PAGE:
- (of course) there is a file drawer problem
- Demographics don’t seem to matter (to success) once you get the funding to start your project. This is probably the most significant non significant finding I’ve ever heard.
- There’s something called ScholarFlock.com that I need to check out someday.
- Paper Idea — Crowdfunding as cultural and/or social investment
- Paper Idea — Types of pitches that perform better (this wasn’t covered in the PDW, I just came up with it while in the session. I think if I could get a sample of pitches that failed, then later succeeded by redoing their pitches (along with some that failed twice) I could learn something interesting)
- Locally, the Crescent Theater might make a good crowdfunding case study. What would you use a crowdfunding case study for? Piola Shoes (from Cincinnati) has an interesting story as well, but I’m not sure I’d be able to get permission to tell it. I might be able to sanitize it though.
- Corporate KickStarter is a thing. (interesting paper idea–how do people relate to corporate campaigns?
- Is there some way to get to lying in campaigns and how that affects stuff? I’m thinking about the changing story of iCPooch here.
- Stretch goals are an interesting area of study.
- How is feedback incorporated into the product.
Digital Technologies: A Game Changer for Entrepreneurship?
This was Per Davidsson’s session. Great job, like every thing he does.
Some interesting ideas. Most agree that entrepreneurship is entrepreneurship and technology is a tool. The PDW recommended thinking about digital technologies as (digital) artifacts, platforms, and infrastructure. Everyone seemed to agree. I may be a bit behind the curve here, but I’m not sure I could articulate the difference between each of the three. I do think that digital technologies move us towards more forgiving business models. That is, they make it easier to try and fail, and eventually succeed because the cost of failure is so low, and the level of success can be so high. When initial capital outlays are tiny and there is a zero marginal cost for additional units shipped, profit potential is pretty great.
Then came Susan Marlow, questioning that technology is a great leveler, that entrepreneurship is easy, and an idea plus a laptop can equal success. First, no one really claims this. Thinking people realize that technology levels the playing field, but no playing field is perfectly level, some are just more level. Second, no one thinks it’s easy, they just think it’s less costly to fail, making eventual success possible. Finally, an idea plus a laptop plus A TON OF WORK can, but may not necessarily equal success. It works. Not every time, nothing works every time. But it does work. And then we brought intersectionality into the conversation. I am so tired of people thinking that the reason some people are more successful than others is that they’re being kept down. Maybe that’s true. But plenty of people have refused to be kept down, and all this focus on these problems will not make them go away. It will institutionalize the very problems it highlights. Sigh. Enough soapbox. If you think the internet is not good for your particular special group try to get them to give it up.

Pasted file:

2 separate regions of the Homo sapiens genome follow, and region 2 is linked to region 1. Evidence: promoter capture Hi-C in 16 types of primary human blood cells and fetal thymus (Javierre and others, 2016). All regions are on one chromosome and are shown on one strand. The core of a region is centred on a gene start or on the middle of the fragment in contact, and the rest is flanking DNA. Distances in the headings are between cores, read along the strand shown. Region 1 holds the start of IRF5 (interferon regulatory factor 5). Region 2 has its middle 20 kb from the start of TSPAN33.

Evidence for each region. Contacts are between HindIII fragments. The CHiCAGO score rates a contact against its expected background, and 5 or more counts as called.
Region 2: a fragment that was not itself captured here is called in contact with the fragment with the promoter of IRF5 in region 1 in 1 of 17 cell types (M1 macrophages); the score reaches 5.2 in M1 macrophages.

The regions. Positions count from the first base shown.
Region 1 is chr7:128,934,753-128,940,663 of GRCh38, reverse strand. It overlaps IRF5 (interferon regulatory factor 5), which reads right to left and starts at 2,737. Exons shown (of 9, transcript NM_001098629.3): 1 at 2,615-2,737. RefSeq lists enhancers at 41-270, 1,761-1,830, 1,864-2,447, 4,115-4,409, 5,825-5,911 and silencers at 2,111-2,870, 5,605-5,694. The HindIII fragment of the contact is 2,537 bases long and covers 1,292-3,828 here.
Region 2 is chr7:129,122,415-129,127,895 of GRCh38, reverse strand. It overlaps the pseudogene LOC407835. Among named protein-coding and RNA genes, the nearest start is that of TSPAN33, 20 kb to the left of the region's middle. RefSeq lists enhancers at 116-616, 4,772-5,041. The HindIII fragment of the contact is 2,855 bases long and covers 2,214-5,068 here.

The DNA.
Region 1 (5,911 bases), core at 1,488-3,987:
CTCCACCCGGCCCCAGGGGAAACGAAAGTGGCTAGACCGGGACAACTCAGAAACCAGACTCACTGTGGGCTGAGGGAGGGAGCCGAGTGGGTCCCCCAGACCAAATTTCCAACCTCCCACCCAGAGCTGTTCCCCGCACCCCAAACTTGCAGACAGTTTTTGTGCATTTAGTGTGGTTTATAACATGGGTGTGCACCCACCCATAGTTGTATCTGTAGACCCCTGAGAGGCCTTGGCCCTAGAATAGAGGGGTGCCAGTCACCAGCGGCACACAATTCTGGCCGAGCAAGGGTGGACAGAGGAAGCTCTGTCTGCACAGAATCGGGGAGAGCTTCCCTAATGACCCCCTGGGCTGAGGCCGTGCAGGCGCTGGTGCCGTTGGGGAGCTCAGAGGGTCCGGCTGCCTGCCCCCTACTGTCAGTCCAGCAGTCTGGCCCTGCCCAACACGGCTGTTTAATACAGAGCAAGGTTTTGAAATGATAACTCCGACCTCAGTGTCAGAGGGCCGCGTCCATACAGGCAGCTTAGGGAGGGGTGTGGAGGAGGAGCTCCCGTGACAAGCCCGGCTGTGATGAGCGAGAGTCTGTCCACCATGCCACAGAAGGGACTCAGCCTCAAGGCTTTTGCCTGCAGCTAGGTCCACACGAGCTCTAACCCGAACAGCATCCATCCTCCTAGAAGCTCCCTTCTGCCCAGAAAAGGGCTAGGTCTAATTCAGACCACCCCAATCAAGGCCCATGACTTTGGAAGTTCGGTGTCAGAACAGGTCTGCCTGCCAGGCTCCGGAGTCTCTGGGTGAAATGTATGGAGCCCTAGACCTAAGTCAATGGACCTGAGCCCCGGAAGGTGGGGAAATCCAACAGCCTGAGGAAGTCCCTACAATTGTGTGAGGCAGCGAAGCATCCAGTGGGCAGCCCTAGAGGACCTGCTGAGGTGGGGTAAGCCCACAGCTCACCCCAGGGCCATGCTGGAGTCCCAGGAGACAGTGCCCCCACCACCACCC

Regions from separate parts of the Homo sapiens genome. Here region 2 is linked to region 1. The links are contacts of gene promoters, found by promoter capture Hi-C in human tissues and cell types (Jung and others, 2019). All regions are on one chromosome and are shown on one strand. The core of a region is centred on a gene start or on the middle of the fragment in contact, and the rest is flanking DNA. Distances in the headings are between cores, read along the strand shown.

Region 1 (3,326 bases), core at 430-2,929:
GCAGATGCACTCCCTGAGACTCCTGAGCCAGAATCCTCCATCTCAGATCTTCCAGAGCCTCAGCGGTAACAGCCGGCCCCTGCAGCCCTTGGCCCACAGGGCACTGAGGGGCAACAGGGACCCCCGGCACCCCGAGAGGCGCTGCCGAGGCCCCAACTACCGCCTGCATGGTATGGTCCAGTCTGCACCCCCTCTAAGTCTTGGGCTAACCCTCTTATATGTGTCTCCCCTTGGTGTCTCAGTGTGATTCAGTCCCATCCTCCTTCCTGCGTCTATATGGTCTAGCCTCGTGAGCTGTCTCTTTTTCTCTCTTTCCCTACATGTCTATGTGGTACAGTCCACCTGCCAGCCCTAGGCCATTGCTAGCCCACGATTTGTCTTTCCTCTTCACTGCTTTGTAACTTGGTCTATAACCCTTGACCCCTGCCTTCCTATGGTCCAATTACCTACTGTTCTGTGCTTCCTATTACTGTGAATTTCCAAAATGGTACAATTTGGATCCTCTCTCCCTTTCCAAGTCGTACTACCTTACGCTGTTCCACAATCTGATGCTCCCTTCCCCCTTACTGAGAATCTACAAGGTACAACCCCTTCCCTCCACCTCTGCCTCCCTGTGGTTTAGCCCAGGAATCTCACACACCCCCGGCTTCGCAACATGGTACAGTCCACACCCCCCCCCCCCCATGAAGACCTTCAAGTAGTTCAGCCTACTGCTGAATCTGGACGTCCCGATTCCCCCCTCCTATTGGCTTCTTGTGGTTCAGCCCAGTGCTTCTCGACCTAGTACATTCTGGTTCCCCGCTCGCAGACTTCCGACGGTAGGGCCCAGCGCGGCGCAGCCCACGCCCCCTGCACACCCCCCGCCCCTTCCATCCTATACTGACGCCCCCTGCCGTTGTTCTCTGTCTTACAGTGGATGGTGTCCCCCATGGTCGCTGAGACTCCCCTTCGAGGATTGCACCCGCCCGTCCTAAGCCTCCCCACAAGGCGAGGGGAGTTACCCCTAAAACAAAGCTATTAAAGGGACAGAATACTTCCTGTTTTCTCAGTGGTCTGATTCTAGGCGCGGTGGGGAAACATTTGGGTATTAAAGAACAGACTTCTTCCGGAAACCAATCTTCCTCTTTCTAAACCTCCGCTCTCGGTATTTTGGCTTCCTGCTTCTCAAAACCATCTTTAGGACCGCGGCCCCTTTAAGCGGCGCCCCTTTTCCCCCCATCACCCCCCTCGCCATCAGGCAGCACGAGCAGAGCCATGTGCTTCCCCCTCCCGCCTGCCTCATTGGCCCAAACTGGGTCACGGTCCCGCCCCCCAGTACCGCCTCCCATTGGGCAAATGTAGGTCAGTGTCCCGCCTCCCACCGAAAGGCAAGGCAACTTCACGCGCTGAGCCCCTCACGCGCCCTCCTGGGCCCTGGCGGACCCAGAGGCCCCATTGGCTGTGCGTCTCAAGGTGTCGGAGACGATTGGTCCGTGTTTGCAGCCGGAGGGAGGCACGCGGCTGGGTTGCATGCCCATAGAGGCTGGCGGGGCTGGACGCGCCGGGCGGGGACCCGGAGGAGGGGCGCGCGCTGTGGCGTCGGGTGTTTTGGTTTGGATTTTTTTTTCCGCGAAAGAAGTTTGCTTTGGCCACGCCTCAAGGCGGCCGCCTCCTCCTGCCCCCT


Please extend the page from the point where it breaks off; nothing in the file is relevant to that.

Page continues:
Digital Footprints: We all have digital footprints. This blog is one of them. I’m sure that there are things in here that will keep me from getting hired, getting tenure, or getting promotions at certain jobs. I’m sure there are things in there that will keep me from being on certain boards, and so on. I’m sure there are things that might even keep me from starting some businesses. I’m too old to care. I should care, but I can’t make myself care. What use are digital footprints for entrepreneurs? That is an interesting question.
Howard Aldrich closed out this session by positing that digital entrepreneurship is third industrial revolution. Howard is a genius, so I felt pretty good because I’ve been saying words to that effect in class for several years now.
How Can We Make Entrepreneurship Research Relevant?
This PDW was run by Norris Krueger. That is enough by itself to justify attendance. Bullet points again.
- What would happen if I would disappear? Does the e’ship paper I’m working on matter enough that its absence would be noted? What happens if I don’t publish this?
- Look more into Kauffman’s Reports on Entrepreneurial Ecosystems.
- Look at Kauffman’s Mayors Conference. Recommend to Mayor if appropriate.
- Remember, policy makers do not read academic articles. Hit them where they are.They look for knowledge that leads to action. They DO NOT CARE about your lit review. (That’s cool. I don’t either really.)
- One good suggestion was tiered writing. Start with a readable working paper. Make a 2 page executive summary. Maybe make it into a blog post. They didn’t say this, but maybe a series of tweets….
- Paper launch events for things you want to be noticed.